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Indra Jatra

Indra Jatra

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Kathmandu has a taste of civilization and peace in the soil and climate. Kathmandu is not only a city of gods and temples but also a city of many festivals and ancient civilizations with diversity. Indra Jatra, i.e “Yehya” in the Nepalese language means “celebration inside Kathmandu”. Indra Jatra is one of the biggest street festivals celebrated in Basantapur, the ancient settlement of Kathmandu city. This festival was started by King Gunakamadeva in the 10th century to recall and show respect the founding of the Kathmandu city. The celebrations are held according to the lunar calendar, so the dates are unfixed. In 2019, the festival takes place from 10th to 17th of September. The main day of attraction falls on the 13th of September. This eight days long celebration consists of two events, Indra Jatra and Kumari Jatra. In Indra Jatra mask dances of deities and demons, displays of sacred images and tableaus in honor of Indra, the king of heaven. Kumari Jatra is the chariot procession of the living goddess Kumari.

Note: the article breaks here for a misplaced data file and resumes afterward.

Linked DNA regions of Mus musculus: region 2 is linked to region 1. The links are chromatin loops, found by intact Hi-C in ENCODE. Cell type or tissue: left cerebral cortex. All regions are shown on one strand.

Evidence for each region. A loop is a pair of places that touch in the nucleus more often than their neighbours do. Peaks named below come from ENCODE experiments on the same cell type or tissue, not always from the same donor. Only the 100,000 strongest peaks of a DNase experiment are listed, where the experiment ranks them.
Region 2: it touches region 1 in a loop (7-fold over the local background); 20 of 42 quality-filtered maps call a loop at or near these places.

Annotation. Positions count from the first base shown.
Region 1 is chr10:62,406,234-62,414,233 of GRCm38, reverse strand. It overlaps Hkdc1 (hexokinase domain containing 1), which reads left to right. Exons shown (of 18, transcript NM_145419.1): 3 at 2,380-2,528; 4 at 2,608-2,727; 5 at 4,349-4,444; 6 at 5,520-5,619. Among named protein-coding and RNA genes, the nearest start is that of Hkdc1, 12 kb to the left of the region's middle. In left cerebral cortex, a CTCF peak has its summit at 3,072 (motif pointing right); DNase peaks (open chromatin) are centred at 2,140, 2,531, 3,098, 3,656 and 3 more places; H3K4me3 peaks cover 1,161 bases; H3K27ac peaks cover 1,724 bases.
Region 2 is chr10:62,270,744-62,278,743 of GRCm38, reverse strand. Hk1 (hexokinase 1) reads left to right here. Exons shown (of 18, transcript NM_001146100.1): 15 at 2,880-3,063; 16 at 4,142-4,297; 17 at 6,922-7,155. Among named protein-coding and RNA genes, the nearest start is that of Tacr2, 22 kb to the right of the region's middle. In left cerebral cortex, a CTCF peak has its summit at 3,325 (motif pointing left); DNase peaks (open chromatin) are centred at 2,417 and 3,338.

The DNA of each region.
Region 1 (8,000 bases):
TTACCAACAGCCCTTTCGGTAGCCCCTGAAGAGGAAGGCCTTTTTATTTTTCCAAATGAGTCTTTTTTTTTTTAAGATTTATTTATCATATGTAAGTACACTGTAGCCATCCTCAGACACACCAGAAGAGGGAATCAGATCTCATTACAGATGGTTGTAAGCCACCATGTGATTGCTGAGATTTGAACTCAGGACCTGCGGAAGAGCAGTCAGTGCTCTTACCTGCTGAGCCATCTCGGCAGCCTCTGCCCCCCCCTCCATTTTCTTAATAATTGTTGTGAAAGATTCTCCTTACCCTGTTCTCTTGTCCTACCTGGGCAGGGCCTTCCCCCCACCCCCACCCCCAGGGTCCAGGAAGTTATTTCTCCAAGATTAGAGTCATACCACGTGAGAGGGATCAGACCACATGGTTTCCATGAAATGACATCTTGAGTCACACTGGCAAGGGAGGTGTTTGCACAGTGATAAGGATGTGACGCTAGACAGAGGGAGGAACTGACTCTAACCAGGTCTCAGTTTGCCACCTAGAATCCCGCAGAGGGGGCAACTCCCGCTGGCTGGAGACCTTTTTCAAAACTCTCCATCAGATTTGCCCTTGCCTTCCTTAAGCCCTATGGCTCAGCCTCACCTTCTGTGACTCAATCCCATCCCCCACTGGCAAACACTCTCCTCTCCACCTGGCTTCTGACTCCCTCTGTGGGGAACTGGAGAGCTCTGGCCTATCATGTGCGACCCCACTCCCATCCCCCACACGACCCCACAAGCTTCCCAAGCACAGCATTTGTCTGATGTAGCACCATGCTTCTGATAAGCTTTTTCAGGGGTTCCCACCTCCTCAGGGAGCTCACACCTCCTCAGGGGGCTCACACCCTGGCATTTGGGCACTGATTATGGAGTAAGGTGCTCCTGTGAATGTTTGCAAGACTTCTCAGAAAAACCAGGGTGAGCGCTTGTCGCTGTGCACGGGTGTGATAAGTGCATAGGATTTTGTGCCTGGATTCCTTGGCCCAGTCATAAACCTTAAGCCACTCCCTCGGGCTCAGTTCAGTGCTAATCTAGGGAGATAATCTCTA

Kumari |The Living Godness|

Why Indra Jatra is Celebrated?

Indra Jatra festival was started in the 10th century during King Gunakamadeva in Kathmandu Valley. According to the ancient story, Indra descends to earth from heaven in search of Parijat “a white flower” for his mother’s “Basundhara worshipping”. While he was picking flowers from, other’s garden then he was caught and tied with a rope and was walked around town. To free her son from the local people, Indra’s mother appeared in the Kathmandu valley, and in exchange for her son, promised to give people fog, or clouds to make rain, So, the older generation still believes the clouds and fog are responsible for the timely yielding of crops.


How is it celebrated?

The major attraction of this festival is the towering of the wooden structure. It is prepared and decorates with various flag insignia. Kumari (living goddess), leaves the seclusion of her temple and leads a parade through the streets of Kathmandu. You can also see the two small chariots of Ganesh and Bhairab in this festival. Three chariots carrying Goddess Kumari, Lord Ganesh and Lord Bhairav are pulled along the festival route through Kathmandu Durbar Square. Another attraction of the festival is the dancers who were mask by representing deities and demons. Classical dancers, mask dancers of deities wearing different kinds of traditional costumes and musicians follow the chariot.

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